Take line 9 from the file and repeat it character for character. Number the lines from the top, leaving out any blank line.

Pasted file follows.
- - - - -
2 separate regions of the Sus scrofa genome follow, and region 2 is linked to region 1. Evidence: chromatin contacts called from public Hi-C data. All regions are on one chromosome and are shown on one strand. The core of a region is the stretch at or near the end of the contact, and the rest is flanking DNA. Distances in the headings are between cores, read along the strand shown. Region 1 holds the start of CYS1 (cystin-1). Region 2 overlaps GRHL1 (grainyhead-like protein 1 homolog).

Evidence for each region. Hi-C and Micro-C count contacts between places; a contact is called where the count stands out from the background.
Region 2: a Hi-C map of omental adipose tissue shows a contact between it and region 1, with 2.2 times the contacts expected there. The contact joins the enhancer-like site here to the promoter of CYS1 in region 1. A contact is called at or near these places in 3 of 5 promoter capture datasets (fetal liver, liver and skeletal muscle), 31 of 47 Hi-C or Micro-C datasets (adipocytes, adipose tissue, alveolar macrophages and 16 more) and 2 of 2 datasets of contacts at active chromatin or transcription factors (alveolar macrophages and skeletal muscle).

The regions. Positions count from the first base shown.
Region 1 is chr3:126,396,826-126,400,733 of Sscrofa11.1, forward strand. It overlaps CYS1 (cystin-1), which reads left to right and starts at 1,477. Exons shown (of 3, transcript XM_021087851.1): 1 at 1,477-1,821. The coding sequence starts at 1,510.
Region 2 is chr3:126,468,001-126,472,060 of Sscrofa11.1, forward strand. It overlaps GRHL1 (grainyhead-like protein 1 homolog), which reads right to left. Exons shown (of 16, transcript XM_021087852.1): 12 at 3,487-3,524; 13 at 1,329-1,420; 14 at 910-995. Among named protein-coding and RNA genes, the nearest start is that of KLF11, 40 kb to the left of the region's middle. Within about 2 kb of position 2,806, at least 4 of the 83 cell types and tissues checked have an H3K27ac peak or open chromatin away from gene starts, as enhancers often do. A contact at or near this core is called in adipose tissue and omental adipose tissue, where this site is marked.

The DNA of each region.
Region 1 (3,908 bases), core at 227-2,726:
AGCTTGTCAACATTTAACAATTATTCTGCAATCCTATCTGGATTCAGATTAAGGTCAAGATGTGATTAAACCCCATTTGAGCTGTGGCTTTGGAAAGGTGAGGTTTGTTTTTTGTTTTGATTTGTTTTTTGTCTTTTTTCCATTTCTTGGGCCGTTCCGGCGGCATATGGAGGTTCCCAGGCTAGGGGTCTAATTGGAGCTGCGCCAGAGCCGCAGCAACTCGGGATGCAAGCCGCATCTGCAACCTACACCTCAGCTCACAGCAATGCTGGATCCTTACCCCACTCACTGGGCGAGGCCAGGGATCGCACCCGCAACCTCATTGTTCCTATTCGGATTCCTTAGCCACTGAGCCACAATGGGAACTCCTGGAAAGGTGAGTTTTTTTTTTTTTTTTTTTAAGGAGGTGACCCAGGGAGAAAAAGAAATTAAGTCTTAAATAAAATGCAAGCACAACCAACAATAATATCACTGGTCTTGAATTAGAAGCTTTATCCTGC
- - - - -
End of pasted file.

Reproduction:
AGCTTGTCAACATTTAACAATTATTCTGCAATCCTATCTGGATTCAGATTAAGGTCAAGATGTGATTAAACCCCATTTGAGCTGTGGCTTTGGAAAGGTGAGGTTTGTTTTTTGTTTTGATTTGTTTTTTGTCTTTTTTCCATTTCTTGGGCCGTTCCGGCGGCATATGGAGGTTCCCAGGCTAGGGGTCTAATTGGAGCTGCGCCAGAGCCGCAGCAACTCGGGATGCAAGCCGCATCTGCAACCTACACCTCAGCTCACAGCAATGCTGGATCCTTACCCCACTCACTGGGCGAGGCCAGGGATCGCACCCGCAACCTCATTGTTCCTATTCGGATTCCTTAGCCACTGAGCCACAATGGGAACTCCTGGAAAGGTGAGTTTTTTTTTTTTTTTTTTTAAGGAGGTGACCCAGGGAGAAAAAGAAATTAAGTCTTAAATAAAATGCAAGCACAACCAACAATAATATCACTGGTCTTGAATTAGAAGCTTTATCCTGC